Day 6 of the UCU Strike: a historical perspective on strikes

From the column inches expended on the recent industrial unrest, you could be forgiven for thinking that we were in the middle of an unprecedented time of strikes. More working days were lost to strike action in 2022 than at any time since 1989. However, as the graph above shows, and the accompanying ONS release details, what is in fact unprecedented is the degree of industrial peace we have had in the UK since 1985 when the miners’ strike was violently suppressed. The number of strike days lost in 2022 was 2.4 million, which sounds a lot until you realise that there were almost 30 million lost in the so-called winter of discontent in 1979 and the highest year for strikes was 1926, the year of the general strike, when 162 million days were lost.

Between 1919 and 1921 the number was above 25 million for all three years (peaking at 86 million in 1921, the second highest strike year on record). In 1919, an average of 100,000 workers were on strike every day: coal miners, railway workers, transport workers, dockers, police officers, soldiers, ex-servicemen, journalists, painters, teachers, farm workers, cotton spinners and many others. Yes, that’s right – police officers and soldiers were striking! This led to the Police Act of 1919 which established the Police Federation. As David Allen Green has pointed out, this has led to the seeming paradox of a group with no right to strike appearing to have some of the strongest employment protections.

And the soldiers? As John Westmoreland has written in Counterfire, this is even more interesting.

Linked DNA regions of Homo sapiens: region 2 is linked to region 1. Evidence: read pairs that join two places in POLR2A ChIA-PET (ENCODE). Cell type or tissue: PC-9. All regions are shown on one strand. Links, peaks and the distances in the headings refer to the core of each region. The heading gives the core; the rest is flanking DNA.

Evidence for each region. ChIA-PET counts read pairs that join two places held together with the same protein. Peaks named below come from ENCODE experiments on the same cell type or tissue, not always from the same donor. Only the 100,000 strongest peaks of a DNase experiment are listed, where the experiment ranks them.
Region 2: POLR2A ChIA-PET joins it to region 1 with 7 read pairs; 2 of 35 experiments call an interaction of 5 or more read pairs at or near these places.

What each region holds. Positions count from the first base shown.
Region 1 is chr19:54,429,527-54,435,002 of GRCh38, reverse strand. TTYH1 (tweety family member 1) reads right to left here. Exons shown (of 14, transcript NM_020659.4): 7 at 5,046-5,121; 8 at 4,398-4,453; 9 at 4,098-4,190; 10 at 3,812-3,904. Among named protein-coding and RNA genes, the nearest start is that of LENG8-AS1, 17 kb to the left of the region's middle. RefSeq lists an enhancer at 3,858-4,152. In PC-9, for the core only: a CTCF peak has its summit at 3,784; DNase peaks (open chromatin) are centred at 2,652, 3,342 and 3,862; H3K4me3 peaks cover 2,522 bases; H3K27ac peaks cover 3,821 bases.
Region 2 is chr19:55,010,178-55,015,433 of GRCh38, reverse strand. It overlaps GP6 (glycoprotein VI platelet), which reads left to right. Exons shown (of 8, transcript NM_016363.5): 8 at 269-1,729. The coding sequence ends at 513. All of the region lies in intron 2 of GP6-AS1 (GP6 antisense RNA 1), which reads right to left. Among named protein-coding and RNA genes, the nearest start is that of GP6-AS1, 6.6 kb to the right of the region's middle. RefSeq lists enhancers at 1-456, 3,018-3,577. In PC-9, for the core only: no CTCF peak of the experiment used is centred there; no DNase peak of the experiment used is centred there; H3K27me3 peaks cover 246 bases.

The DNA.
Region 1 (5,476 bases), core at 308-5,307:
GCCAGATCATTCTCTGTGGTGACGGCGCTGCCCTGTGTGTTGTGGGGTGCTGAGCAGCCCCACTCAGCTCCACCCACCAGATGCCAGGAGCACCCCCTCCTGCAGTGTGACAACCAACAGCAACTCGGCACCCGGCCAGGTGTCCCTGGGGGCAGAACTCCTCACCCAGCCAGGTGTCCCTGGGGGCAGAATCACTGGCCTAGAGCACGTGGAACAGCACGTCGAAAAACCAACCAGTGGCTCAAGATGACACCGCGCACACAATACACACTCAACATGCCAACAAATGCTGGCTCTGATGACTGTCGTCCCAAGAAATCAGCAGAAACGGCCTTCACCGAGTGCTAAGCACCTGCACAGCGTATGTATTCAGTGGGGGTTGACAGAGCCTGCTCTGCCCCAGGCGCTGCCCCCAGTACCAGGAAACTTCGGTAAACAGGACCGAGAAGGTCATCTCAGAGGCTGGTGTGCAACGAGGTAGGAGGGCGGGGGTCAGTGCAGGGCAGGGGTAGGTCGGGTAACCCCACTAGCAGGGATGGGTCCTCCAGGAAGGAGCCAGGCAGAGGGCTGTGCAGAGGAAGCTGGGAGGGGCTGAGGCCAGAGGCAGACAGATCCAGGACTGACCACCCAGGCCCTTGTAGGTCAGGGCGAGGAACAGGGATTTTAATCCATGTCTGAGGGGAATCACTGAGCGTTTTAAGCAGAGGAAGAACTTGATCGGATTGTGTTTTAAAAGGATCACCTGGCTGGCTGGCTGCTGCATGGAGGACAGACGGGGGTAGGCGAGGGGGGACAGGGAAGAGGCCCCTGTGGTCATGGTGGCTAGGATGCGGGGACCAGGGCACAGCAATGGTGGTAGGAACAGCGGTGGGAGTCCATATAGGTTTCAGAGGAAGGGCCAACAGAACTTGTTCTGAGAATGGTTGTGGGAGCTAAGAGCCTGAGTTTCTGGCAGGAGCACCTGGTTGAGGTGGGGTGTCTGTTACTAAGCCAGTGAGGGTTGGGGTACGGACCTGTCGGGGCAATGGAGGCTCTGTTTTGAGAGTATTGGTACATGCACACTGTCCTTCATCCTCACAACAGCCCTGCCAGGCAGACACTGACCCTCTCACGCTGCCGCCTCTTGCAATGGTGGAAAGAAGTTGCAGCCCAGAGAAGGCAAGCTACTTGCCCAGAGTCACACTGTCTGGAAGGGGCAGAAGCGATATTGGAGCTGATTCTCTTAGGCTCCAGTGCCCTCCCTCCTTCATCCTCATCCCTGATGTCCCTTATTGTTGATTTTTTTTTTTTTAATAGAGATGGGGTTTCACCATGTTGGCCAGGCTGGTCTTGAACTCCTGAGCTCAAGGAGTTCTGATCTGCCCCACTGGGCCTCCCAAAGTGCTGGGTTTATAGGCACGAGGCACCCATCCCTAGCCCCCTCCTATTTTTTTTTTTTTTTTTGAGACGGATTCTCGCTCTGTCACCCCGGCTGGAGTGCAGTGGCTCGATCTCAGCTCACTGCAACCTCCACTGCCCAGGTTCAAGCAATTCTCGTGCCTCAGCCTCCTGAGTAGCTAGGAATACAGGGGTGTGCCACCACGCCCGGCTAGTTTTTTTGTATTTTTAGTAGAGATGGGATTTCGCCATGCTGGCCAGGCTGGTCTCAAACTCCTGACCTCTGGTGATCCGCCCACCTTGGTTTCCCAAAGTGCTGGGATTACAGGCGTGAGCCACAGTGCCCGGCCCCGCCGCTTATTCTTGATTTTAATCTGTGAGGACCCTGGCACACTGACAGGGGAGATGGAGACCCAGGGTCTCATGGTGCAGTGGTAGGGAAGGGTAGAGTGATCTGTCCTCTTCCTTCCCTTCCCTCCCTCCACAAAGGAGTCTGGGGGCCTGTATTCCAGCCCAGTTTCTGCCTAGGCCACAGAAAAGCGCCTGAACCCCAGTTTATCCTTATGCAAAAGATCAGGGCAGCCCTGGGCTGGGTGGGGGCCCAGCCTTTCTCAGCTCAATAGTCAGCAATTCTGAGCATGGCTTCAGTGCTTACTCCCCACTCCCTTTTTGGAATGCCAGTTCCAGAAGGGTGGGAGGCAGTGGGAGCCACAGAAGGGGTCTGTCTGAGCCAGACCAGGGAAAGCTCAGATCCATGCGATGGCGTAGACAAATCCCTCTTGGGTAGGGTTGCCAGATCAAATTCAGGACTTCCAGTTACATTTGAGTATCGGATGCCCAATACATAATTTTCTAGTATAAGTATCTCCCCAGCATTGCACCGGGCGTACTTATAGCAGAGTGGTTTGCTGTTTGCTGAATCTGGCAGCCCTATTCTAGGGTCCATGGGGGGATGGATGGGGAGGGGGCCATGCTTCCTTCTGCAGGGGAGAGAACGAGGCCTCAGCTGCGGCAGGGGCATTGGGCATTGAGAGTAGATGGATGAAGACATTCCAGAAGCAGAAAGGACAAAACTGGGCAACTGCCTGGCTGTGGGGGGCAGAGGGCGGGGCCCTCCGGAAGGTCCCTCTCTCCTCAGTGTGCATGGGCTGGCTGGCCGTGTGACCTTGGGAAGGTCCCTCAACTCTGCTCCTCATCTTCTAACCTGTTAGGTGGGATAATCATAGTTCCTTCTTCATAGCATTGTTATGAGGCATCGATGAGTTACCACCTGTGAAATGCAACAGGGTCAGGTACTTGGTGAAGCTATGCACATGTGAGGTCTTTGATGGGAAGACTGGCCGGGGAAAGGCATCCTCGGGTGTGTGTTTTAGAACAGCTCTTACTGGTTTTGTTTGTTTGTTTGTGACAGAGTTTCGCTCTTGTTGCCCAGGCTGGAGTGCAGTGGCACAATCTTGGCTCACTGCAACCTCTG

On 3 January 1919 2,000 soldiers in Folkestone refused to board troop ships bound for France to be deployed against the Russian Bolsheviks on the side of the White Russians. They refused orders and led a march of 10,000 through the town. They then formed a Soldiers’ Union. Despite a media blackout, there were around 50 mutinies across the UK and one particularly shocking one of the 13th Battalion of the Yorkshire Light Infantry at Archangel in Northern Russia in February 1919.

A very successful Hands Off Russia campaign increased the pressure on the Government, who were eventually forced to demobilise the troops. The mutineers largely escaped punishment, when mutiny was normally punishable by death (and General Haig indeed advocated shooting the strikers). The Government was forced to meet many of their demands. Demobilisation, which had been slow up until then because of the Russian military campaign planned, sped up considerably. British forces shrank from about 3.8 million at the Armistice to around 900,000 in late 1919 and down to 230,000 by 1922. Demobilising so many men in such a short space of time increased unemployment markedly, from just 1% of the labour force in May 1920 to 23% by May 1921.

Meanwhile, the Spanish flu pandemic, which claimed its first victim in May 2018, swept across the globe, infecting around 500 million people and killing around 50 million of them in the absence of treatments for flu or antibiotics to treat complications like pneumonia. This compares with the 756 million cases of Covid-19 recorded by the WHO to date, from which there have been 6.8 million deaths.

The strikes of 2023 are not extreme by historical standards at all. However, attempts by the Government to further muzzle the rights of people to withdraw their labour certainly are.

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